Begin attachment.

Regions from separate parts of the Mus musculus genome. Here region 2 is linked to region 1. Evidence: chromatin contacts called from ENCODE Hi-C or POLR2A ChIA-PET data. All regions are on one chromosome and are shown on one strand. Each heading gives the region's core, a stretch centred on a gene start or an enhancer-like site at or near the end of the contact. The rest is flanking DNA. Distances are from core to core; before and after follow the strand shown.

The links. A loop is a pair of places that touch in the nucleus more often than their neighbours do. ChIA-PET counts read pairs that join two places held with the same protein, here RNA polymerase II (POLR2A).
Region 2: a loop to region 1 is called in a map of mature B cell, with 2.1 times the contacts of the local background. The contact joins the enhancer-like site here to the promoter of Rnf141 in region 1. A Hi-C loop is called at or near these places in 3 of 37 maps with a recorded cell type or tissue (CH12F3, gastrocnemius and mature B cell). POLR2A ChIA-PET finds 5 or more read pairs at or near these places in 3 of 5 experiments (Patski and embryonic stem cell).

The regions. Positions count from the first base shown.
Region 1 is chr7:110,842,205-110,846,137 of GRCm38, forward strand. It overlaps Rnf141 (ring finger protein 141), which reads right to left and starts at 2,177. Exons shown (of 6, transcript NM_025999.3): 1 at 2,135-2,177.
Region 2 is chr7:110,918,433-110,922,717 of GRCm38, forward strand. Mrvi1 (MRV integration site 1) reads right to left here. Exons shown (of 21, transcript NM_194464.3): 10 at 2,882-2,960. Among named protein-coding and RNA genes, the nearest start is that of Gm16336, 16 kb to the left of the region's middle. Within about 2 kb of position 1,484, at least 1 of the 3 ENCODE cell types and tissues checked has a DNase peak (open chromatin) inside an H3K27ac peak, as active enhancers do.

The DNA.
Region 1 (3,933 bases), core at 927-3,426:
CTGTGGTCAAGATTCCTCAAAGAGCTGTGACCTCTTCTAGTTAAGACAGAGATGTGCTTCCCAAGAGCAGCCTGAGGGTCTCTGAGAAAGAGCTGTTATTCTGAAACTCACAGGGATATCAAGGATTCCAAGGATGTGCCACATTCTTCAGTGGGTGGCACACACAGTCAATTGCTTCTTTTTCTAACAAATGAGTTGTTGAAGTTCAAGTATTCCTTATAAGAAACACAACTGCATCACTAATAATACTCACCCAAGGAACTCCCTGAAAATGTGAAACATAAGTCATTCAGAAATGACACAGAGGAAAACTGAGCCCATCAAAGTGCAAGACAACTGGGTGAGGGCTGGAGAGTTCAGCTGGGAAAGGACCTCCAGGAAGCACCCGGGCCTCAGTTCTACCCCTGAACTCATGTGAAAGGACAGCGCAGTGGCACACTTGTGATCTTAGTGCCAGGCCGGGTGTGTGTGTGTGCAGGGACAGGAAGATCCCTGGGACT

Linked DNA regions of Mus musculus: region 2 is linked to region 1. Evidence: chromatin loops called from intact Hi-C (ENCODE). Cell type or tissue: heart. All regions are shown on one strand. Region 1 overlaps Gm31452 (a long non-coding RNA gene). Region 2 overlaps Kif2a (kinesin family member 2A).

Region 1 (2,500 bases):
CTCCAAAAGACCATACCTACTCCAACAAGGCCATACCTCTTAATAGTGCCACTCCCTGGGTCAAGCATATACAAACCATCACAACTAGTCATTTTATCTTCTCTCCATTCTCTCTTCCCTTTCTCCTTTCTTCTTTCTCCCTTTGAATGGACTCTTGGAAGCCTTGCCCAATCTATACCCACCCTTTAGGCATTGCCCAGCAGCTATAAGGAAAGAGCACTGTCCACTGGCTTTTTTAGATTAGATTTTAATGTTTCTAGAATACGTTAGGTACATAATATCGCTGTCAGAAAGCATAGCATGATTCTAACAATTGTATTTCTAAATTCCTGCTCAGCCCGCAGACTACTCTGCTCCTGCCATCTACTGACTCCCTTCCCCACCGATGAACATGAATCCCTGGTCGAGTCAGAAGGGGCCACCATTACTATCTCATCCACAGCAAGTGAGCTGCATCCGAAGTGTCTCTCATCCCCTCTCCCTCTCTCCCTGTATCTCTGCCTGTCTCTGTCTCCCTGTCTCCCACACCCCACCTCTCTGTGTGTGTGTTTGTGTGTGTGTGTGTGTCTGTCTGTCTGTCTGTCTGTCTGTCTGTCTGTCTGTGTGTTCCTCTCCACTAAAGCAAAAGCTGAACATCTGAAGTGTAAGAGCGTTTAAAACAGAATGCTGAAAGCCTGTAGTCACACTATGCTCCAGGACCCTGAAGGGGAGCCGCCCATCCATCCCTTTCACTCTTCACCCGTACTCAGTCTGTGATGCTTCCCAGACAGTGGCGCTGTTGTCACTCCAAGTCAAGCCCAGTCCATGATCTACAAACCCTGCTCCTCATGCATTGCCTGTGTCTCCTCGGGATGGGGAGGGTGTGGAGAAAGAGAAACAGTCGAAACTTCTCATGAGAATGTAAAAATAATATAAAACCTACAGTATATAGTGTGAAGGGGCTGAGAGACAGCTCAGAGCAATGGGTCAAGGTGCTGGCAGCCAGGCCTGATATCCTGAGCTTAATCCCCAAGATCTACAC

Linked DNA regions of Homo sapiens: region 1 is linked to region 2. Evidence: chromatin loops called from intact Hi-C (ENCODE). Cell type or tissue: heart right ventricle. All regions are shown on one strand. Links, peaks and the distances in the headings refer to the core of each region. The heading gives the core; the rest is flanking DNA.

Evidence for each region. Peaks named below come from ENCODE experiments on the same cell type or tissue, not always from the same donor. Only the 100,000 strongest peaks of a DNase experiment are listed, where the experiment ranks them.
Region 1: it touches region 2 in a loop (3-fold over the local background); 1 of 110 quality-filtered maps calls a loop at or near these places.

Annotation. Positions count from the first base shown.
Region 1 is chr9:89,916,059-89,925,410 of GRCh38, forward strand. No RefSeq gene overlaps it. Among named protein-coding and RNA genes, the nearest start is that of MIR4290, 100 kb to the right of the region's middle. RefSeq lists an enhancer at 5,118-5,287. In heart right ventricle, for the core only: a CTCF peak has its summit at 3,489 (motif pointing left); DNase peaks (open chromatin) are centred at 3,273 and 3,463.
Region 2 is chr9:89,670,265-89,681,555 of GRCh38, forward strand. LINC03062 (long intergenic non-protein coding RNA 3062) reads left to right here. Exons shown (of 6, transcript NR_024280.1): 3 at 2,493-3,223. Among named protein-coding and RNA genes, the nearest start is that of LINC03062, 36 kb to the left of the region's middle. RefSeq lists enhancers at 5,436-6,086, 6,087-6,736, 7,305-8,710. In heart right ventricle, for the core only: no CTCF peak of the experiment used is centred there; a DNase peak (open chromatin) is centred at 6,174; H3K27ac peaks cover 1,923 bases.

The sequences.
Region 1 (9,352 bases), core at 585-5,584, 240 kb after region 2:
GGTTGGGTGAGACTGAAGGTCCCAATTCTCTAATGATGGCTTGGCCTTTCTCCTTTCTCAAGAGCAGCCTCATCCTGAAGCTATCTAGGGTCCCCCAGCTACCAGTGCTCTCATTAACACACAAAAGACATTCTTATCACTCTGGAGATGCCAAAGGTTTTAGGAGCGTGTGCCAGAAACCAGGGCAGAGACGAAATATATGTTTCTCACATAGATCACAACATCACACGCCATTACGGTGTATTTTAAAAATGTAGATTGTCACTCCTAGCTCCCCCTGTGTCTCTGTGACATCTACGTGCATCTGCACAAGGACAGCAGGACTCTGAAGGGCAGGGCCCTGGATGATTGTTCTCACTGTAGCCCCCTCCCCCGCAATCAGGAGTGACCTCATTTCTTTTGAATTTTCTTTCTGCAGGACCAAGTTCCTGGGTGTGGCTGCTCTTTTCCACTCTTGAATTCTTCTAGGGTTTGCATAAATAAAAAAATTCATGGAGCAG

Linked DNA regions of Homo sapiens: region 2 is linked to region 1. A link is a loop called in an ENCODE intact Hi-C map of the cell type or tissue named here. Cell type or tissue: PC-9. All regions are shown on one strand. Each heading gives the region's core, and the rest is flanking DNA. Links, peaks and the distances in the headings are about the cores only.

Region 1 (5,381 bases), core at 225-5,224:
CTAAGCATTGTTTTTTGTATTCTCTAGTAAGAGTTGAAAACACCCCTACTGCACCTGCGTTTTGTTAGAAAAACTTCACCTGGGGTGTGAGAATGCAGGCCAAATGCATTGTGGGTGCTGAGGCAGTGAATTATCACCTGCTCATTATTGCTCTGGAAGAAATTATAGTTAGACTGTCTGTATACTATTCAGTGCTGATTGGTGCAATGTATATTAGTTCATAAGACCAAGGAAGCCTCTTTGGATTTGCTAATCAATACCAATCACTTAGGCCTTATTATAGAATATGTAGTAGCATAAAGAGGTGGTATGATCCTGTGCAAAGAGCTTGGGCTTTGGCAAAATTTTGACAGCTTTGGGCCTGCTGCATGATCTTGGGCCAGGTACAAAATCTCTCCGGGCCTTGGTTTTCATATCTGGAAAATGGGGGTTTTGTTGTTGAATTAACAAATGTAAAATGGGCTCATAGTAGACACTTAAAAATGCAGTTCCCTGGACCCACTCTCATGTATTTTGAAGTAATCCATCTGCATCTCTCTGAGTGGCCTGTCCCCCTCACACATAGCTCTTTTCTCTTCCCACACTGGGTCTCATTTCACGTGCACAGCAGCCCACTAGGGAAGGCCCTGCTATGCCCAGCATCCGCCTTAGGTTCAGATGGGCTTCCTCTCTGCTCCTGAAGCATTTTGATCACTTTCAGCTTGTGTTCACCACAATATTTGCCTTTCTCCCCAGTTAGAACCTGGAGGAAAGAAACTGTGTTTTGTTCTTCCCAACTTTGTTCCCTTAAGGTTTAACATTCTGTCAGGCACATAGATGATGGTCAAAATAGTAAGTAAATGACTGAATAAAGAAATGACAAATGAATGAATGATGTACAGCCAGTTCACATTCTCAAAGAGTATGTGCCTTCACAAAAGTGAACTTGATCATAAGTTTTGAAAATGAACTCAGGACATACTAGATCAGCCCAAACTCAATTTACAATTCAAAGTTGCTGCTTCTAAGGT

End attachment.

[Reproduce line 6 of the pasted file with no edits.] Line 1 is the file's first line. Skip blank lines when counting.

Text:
Region 2 is chr7:110,918,433-110,922,717 of GRCm38, forward strand. Mrvi1 (MRV integration site 1) reads right to left here. Exons shown (of 21, transcript NM_194464.3): 10 at 2,882-2,960. Among named protein-coding and RNA genes, the nearest start is that of Gm16336, 16 kb to the left of the region's middle. Within about 2 kb of position 1,484, at least 1 of the 3 ENCODE cell types and tissues checked has a DNase peak (open chromatin) inside an H3K27ac peak, as active enhancers do.